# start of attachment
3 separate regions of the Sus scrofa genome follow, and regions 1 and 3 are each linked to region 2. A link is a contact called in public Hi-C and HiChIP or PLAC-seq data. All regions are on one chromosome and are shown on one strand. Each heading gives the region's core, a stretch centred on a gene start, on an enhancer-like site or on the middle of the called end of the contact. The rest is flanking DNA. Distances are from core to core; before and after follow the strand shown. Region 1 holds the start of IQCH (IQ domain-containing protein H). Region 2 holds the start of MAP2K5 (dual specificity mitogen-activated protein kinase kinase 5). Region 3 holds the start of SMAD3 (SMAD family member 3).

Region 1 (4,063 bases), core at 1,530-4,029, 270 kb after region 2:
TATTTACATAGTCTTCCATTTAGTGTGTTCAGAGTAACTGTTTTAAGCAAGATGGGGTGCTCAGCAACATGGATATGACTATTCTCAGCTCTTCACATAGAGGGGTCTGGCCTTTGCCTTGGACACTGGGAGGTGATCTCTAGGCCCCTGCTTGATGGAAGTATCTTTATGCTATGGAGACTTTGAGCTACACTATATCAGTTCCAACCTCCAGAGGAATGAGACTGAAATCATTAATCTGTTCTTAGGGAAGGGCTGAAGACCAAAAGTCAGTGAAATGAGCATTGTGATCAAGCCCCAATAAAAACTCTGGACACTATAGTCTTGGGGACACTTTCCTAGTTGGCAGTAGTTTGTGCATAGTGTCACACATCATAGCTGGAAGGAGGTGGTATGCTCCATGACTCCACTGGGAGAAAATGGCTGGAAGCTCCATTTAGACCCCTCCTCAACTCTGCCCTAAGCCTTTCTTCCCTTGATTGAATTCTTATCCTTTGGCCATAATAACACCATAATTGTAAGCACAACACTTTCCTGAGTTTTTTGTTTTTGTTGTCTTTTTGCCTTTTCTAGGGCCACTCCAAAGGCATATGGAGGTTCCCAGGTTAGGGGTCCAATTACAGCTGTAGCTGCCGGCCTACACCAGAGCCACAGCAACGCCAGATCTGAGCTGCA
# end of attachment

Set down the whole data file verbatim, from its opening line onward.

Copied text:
3 separate regions of the Sus scrofa genome follow, and regions 1 and 3 are each linked to region 2. A link is a contact called in public Hi-C and HiChIP or PLAC-seq data. All regions are on one chromosome and are shown on one strand. Each heading gives the region's core, a stretch centred on a gene start, on an enhancer-like site or on the middle of the called end of the contact. The rest is flanking DNA. Distances are from core to core; before and after follow the strand shown. Region 1 holds the start of IQCH (IQ domain-containing protein H). Region 2 holds the start of MAP2K5 (dual specificity mitogen-activated protein kinase kinase 5). Region 3 holds the start of SMAD3 (SMAD family member 3).

Region 1 (4,063 bases), core at 1,530-4,029, 270 kb after region 2:
TATTTACATAGTCTTCCATTTAGTGTGTTCAGAGTAACTGTTTTAAGCAAGATGGGGTGCTCAGCAACATGGATATGACTATTCTCAGCTCTTCACATAGAGGGGTCTGGCCTTTGCCTTGGACACTGGGAGGTGATCTCTAGGCCCCTGCTTGATGGAAGTATCTTTATGCTATGGAGACTTTGAGCTACACTATATCAGTTCCAACCTCCAGAGGAATGAGACTGAAATCATTAATCTGTTCTTAGGGAAGGGCTGAAGACCAAAAGTCAGTGAAATGAGCATTGTGATCAAGCCCCAATAAAAACTCTGGACACTATAGTCTTGGGGACACTTTCCTAGTTGGCAGTAGTTTGTGCATAGTGTCACACATCATAGCTGGAAGGAGGTGGTATGCTCCATGACTCCACTGGGAGAAAATGGCTGGAAGCTCCATTTAGACCCCTCCTCAACTCTGCCCTAAGCCTTTCTTCCCTTGATTGAATTCTTATCCTTTGGCCATAATAACACCATAATTGTAAGCACAACACTTTCCTGAGTTTTTTGTTTTTGTTGTCTTTTTGCCTTTTCTAGGGCCACTCCAAAGGCATATGGAGGTTCCCAGGTTAGGGGTCCAATTACAGCTGTAGCTGCCGGCCTACACCAGAGCCACAGCAACGCCAGATCTGAGCTGCA